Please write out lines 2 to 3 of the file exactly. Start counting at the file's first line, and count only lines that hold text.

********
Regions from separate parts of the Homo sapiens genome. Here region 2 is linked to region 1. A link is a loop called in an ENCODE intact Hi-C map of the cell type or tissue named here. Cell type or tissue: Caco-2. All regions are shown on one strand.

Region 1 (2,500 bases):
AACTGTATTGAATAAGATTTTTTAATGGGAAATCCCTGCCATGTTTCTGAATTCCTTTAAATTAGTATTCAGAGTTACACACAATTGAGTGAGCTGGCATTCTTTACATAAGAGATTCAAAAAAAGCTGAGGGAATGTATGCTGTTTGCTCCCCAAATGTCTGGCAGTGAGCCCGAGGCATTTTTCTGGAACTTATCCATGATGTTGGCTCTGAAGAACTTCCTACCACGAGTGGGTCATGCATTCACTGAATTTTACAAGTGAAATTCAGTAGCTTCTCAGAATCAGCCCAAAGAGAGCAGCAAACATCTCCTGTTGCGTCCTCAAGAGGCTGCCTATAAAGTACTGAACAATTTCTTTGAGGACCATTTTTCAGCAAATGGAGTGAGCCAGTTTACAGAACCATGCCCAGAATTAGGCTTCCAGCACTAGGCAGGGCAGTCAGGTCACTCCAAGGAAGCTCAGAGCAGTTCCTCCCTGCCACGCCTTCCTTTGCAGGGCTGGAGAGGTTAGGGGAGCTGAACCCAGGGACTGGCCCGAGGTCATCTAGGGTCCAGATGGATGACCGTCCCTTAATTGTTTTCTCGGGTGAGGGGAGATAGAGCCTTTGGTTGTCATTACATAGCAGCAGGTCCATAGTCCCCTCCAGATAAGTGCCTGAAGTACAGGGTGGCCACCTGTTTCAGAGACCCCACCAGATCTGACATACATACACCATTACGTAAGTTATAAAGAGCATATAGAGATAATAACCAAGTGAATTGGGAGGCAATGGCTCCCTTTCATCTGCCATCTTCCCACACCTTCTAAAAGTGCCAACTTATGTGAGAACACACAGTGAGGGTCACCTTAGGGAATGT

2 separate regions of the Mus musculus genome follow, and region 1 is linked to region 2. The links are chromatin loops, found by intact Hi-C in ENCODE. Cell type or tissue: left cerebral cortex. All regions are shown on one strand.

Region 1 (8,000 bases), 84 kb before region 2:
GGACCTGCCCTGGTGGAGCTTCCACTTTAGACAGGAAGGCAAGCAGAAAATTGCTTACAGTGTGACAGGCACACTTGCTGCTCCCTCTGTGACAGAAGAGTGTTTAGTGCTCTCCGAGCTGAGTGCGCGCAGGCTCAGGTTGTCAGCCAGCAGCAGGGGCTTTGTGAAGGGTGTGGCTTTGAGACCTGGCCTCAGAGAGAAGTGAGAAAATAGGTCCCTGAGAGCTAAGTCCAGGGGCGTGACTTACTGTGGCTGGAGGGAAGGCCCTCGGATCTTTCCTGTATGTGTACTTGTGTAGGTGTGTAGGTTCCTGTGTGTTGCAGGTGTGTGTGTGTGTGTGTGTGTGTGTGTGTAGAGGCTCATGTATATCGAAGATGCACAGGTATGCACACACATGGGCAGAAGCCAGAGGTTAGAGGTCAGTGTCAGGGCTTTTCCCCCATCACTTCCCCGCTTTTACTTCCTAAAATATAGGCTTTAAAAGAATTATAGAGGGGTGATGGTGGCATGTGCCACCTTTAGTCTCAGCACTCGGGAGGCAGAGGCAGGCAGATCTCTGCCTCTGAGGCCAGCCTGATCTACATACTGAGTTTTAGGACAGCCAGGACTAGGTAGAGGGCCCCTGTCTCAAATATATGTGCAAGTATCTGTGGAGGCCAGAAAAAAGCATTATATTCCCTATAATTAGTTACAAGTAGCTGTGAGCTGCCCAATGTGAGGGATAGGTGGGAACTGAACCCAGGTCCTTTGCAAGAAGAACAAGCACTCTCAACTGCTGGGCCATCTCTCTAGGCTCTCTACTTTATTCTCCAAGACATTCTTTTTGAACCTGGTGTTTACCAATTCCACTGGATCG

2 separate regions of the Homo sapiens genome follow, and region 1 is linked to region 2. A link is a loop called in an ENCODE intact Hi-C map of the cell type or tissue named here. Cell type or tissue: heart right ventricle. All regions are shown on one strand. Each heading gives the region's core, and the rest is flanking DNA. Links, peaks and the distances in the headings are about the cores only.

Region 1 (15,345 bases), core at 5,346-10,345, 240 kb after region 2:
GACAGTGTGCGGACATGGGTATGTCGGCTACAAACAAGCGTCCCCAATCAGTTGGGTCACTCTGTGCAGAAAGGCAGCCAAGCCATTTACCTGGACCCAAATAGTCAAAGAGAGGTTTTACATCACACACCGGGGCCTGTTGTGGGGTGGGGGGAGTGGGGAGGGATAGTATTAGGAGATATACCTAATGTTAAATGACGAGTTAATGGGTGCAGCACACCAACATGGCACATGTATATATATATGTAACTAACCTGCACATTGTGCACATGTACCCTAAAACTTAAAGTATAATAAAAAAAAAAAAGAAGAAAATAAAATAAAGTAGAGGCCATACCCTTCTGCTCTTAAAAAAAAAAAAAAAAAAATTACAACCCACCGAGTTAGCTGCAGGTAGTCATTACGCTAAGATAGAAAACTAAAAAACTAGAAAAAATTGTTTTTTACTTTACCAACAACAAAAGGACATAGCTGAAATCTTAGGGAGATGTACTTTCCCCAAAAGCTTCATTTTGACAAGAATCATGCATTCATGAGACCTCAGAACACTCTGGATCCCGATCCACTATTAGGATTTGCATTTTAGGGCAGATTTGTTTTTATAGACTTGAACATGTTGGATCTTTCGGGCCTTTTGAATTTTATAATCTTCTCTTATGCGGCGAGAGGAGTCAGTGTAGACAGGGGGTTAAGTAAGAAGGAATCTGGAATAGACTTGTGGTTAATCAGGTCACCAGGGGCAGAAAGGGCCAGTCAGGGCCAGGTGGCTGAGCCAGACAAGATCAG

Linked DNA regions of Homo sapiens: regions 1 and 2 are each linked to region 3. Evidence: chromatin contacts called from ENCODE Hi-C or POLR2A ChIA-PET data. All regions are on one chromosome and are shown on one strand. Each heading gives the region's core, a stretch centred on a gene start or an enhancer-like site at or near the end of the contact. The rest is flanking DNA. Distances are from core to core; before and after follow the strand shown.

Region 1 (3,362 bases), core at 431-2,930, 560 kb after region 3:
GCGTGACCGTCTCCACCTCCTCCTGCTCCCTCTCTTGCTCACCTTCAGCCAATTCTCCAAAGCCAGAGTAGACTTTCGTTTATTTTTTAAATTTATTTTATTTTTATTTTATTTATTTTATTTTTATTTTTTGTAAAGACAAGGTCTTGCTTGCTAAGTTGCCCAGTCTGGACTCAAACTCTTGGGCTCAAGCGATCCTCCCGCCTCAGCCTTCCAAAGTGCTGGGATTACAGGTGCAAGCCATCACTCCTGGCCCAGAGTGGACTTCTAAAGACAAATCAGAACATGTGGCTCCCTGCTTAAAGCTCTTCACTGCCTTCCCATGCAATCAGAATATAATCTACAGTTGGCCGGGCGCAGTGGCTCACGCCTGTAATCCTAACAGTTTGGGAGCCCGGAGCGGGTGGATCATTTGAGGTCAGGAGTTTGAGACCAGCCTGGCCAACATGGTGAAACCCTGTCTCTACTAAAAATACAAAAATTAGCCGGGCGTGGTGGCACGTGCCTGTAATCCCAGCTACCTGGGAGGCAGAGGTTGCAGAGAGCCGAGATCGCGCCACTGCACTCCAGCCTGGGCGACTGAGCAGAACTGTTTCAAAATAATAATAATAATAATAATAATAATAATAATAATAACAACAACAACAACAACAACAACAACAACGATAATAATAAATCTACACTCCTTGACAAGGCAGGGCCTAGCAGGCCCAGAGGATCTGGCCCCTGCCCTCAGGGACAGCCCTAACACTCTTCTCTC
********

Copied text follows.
Region 1 (2,500 bases):
AACTGTATTGAATAAGATTTTTTAATGGGAAATCCCTGCCATGTTTCTGAATTCCTTTAAATTAGTATTCAGAGTTACACACAATTGAGTGAGCTGGCATTCTTTACATAAGAGATTCAAAAAAAGCTGAGGGAATGTATGCTGTTTGCTCCCCAAATGTCTGGCAGTGAGCCCGAGGCATTTTTCTGGAACTTATCCATGATGTTGGCTCTGAAGAACTTCCTACCACGAGTGGGTCATGCATTCACTGAATTTTACAAGTGAAATTCAGTAGCTTCTCAGAATCAGCCCAAAGAGAGCAGCAAACATCTCCTGTTGCGTCCTCAAGAGGCTGCCTATAAAGTACTGAACAATTTCTTTGAGGACCATTTTTCAGCAAATGGAGTGAGCCAGTTTACAGAACCATGCCCAGAATTAGGCTTCCAGCACTAGGCAGGGCAGTCAGGTCACTCCAAGGAAGCTCAGAGCAGTTCCTCCCTGCCACGCCTTCCTTTGCAGGGCTGGAGAGGTTAGGGGAGCTGAACCCAGGGACTGGCCCGAGGTCATCTAGGGTCCAGATGGATGACCGTCCCTTAATTGTTTTCTCGGGTGAGGGGAGATAGAGCCTTTGGTTGTCATTACATAGCAGCAGGTCCATAGTCCCCTCCAGATAAGTGCCTGAAGTACAGGGTGGCCACCTGTTTCAGAGACCCCACCAGATCTGACATACATACACCATTACGTAAGTTATAAAGAGCATATAGAGATAATAACCAAGTGAATTGGGAGGCAATGGCTCCCTTTCATCTGCCATCTTCCCACACCTTCTAAAAGTGCCAACTTATGTGAGAACACACAGTGAGGGTCACCTTAGGGAATGT